(4) cells are joined by proteins
(5) cells communicate by proteins
(6) cells hook to extracellular proteins by proteins


E. Gorter and F. Grendel, On bimolecular layers of lipoids on the chromocytes of the blood, J. Exp. Med. 41, 439-443, 1925

Exam questions from 2004 - 2011 relevant to this outline

The introductory book's transparency indicated that "GLUT-1 facilitates glucose diffusion." Answer either why they selected the words (1) "facilitates," or (2) "diffusion."

(1) glucose needs a path across the membrane, (2) but it is not a pump that requires energy

In the phosphoinositide signal transduction cascade, IP3 gates a channel. Answer either (1) Where (specifically)? Or (2) For what ion?

(1) a smooth endoplasmic reticulum (2) calcium ions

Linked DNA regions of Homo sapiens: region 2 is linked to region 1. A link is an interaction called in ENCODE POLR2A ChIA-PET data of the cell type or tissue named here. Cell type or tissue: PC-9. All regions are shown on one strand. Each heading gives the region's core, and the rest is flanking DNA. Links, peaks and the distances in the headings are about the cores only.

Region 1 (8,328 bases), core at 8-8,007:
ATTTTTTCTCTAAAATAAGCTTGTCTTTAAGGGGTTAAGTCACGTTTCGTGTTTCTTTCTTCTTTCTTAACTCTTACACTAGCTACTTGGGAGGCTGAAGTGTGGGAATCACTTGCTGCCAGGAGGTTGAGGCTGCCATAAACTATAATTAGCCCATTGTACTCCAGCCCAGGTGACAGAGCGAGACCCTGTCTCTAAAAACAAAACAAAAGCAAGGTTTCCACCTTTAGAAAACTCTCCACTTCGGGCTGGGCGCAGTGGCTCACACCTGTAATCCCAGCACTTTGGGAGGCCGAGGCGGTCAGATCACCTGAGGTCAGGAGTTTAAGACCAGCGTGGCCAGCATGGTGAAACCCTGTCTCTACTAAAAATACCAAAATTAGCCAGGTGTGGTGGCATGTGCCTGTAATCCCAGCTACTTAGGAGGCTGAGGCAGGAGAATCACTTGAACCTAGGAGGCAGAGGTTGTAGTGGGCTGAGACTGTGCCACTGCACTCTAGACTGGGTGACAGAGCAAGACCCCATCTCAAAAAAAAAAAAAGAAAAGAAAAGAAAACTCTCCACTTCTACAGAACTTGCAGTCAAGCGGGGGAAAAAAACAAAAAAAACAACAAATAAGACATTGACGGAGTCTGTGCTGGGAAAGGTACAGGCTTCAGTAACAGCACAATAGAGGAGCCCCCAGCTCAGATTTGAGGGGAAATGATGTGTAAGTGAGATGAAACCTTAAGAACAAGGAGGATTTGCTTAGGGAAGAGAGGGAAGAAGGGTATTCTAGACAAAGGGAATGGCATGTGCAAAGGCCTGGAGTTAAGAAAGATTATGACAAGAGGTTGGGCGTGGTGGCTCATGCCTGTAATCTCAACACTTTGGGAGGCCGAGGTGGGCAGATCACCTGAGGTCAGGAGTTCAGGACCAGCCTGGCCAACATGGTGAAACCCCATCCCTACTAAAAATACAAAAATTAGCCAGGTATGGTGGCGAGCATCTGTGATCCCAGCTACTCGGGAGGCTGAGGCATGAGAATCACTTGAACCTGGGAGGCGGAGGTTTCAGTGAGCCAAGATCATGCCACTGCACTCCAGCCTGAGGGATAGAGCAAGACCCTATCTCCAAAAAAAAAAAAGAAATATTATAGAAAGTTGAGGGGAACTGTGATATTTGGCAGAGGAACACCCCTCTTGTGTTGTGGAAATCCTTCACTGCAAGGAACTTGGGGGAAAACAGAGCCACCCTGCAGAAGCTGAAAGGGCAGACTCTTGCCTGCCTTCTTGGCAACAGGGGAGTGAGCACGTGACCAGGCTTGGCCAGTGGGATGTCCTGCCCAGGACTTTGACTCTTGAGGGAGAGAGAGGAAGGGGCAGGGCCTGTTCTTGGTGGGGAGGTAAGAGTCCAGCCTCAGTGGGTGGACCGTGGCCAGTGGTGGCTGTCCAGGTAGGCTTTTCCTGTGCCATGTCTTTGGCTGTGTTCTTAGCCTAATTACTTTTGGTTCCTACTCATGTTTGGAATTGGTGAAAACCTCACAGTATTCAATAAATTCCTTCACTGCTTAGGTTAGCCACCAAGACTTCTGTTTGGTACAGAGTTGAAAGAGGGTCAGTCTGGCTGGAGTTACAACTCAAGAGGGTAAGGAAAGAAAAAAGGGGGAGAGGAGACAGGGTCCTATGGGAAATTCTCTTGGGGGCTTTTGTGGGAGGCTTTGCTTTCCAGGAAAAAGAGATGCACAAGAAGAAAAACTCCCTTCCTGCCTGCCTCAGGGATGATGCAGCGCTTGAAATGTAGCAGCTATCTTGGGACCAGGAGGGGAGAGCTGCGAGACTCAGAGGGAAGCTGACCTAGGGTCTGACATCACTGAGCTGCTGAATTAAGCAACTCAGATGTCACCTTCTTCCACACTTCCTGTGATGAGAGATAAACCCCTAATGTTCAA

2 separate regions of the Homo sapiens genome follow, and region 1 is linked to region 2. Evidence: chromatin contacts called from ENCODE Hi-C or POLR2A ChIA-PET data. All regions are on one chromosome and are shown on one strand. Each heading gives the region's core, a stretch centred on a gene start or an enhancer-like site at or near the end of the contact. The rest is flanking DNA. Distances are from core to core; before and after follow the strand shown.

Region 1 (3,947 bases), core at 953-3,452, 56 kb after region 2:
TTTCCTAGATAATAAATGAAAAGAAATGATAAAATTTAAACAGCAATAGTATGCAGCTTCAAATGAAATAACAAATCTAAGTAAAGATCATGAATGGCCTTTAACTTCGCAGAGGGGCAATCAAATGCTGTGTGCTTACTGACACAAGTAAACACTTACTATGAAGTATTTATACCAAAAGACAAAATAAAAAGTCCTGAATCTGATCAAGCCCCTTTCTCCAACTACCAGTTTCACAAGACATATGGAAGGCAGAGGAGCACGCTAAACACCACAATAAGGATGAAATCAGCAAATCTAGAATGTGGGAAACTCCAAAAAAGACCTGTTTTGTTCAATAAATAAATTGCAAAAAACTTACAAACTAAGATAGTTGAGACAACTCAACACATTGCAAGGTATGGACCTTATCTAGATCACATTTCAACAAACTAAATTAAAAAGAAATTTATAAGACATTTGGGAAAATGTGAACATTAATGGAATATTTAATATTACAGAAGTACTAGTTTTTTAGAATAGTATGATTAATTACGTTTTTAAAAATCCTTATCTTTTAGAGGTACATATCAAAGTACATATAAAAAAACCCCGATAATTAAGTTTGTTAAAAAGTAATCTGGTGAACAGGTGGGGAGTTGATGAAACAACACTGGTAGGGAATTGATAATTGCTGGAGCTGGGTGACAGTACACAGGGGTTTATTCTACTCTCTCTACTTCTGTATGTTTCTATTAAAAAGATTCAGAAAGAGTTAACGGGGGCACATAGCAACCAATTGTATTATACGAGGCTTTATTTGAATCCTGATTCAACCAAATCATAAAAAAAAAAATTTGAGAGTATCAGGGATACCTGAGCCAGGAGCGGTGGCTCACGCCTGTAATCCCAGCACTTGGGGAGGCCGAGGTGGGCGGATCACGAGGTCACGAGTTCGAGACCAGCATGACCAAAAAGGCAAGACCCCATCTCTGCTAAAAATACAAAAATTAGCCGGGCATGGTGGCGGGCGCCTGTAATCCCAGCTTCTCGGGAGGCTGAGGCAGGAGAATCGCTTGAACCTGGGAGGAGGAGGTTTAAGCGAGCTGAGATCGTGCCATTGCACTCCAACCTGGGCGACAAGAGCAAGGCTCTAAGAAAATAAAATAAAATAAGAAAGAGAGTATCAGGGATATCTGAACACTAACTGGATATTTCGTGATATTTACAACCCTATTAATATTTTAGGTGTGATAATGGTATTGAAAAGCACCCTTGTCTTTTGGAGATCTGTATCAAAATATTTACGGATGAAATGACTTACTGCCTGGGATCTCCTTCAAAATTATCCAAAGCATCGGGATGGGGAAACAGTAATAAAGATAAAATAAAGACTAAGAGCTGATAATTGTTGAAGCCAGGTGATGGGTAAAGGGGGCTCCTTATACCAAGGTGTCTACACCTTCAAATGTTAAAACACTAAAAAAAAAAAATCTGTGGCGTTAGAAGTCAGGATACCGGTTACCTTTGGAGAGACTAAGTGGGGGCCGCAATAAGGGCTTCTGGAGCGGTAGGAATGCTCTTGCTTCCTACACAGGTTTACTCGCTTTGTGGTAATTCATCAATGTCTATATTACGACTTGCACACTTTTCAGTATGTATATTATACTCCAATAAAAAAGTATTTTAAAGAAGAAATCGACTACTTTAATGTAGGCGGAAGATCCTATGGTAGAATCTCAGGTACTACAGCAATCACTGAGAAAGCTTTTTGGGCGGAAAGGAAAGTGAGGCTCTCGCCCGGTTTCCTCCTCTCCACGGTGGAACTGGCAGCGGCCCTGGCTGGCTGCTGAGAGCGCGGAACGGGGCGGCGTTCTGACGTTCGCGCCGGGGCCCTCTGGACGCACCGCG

Answer either (1) Why are there rainbow colors on a drop of oil on a rain-wet road? or (2) Why are rhodopsin or hemoglobin colored molecules?

(1) from optics of layers that are different thicknesses (2) the protein has a chromophore that makes the protein colored

"A semipermeable membrane is part of the explanation for osmosis." Permeable to what and not permeable to what?

permeable to water but not to a larger molecule like sugar

"Picture an area where the gravel has been lightly shadowed by a light snow blowing from one direction." Answer either (1) What is this technique called? (2) What do the P-face particles represent? or (3) What heavy metal is used for shadowing?

1 freeze fracture 2 membrane proteins 3 platinum

A slide was shown where all the phospholipids of the Drosophila headwhich had been separated were clearly visualized. Answer either (1) What is the name of this technique? or (2) How come these phospholipids could be clearly visualized?

1 autoradiography (thin layer chromatography) 2 they radioactive and the radioactivity exposes photographic film

Tay Sachs disease: Answer either (1) Why is it called a lysosomal storage disease? (2) What molecule fails to turn over? or (3) Why would the eye and brain be affected first?